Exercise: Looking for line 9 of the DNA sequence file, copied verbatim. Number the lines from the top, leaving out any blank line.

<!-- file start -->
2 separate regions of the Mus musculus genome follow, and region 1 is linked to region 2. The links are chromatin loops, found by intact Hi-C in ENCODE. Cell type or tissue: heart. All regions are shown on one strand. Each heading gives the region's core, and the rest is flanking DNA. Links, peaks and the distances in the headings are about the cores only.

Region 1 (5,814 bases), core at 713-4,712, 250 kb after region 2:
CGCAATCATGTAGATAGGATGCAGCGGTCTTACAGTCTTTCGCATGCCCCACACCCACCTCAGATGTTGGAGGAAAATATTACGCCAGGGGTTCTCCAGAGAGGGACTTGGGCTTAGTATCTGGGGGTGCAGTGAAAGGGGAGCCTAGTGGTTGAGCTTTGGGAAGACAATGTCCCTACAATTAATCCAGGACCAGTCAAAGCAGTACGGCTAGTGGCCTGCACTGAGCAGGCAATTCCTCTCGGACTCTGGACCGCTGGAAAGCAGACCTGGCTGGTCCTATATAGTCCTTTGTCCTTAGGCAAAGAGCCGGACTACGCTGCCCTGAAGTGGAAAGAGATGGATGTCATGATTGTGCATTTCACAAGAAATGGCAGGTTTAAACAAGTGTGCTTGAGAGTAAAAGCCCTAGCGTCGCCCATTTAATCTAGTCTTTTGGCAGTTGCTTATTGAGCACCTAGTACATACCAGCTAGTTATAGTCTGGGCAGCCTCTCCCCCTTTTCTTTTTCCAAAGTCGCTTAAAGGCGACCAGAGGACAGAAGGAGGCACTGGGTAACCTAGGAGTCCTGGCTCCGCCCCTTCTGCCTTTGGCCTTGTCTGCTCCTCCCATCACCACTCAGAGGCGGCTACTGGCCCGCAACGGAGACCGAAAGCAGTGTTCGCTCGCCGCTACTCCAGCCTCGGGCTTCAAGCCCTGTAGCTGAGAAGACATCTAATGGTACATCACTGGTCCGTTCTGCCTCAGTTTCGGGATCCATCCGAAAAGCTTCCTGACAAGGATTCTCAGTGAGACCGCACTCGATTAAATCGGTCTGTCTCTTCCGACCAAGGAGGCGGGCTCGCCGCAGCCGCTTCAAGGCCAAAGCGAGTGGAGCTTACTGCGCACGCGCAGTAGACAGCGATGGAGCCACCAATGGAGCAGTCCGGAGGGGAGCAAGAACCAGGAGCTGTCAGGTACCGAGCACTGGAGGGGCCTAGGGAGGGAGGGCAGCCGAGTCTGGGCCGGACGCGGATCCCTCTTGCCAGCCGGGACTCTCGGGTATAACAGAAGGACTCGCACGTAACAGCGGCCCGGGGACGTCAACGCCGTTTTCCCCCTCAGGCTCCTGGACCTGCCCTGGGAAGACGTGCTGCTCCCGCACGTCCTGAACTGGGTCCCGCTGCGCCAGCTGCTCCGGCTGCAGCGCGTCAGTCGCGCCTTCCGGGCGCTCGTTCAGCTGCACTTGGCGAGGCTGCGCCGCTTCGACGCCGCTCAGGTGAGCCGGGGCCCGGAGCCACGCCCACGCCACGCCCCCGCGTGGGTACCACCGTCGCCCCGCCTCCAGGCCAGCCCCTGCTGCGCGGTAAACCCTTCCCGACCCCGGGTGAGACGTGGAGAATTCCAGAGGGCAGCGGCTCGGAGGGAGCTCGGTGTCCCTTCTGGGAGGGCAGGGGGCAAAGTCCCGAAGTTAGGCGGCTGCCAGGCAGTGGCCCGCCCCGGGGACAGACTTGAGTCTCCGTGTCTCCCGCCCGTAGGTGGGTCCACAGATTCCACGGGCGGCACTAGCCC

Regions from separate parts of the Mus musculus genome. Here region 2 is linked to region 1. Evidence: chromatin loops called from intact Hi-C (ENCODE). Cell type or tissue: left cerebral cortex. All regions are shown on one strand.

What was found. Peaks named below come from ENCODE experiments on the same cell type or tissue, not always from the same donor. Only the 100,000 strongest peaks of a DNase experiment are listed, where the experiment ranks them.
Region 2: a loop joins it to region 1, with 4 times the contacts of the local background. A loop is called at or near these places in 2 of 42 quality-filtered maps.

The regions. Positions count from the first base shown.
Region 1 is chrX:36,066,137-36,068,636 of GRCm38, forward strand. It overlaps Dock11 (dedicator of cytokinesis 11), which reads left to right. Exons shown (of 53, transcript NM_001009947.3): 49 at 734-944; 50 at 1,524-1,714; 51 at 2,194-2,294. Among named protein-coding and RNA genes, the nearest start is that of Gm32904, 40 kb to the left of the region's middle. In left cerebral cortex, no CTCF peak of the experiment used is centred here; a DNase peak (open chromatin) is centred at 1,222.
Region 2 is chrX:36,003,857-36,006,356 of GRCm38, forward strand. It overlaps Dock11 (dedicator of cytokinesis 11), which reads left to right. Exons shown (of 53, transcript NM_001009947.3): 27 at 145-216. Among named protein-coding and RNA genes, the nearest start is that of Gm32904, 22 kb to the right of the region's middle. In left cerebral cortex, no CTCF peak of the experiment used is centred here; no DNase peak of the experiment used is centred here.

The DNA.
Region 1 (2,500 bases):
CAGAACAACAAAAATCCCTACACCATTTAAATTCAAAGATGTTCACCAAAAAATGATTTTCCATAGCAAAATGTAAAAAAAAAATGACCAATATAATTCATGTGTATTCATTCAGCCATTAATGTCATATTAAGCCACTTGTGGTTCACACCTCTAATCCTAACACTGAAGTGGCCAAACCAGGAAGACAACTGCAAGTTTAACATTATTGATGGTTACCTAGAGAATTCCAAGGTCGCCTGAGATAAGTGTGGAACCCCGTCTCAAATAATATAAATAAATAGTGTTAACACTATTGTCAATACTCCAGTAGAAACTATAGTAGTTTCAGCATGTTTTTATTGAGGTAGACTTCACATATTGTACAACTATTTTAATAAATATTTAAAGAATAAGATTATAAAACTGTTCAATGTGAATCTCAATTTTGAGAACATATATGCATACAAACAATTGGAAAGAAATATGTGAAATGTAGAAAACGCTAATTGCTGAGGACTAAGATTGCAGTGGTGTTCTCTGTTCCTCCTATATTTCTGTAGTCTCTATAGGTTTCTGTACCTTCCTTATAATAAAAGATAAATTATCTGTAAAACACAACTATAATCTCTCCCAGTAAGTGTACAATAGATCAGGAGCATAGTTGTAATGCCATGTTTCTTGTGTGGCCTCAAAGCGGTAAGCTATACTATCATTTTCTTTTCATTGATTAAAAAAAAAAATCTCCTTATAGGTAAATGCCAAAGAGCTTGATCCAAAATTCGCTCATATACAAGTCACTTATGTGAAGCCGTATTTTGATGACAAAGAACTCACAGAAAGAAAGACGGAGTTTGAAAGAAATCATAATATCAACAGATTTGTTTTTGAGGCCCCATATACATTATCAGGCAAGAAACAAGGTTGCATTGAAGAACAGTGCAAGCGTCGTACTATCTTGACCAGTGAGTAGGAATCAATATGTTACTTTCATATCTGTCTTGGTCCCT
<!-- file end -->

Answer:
Region 2 is chrX:36,003,857-36,006,356 of GRCm38, forward strand. It overlaps Dock11 (dedicator of cytokinesis 11), which reads left to right. Exons shown (of 53, transcript NM_001009947.3): 27 at 145-216. Among named protein-coding and RNA genes, the nearest start is that of Gm32904, 22 kb to the right of the region's middle. In left cerebral cortex, no CTCF peak of the experiment used is centred here; no DNase peak of the experiment used is centred here.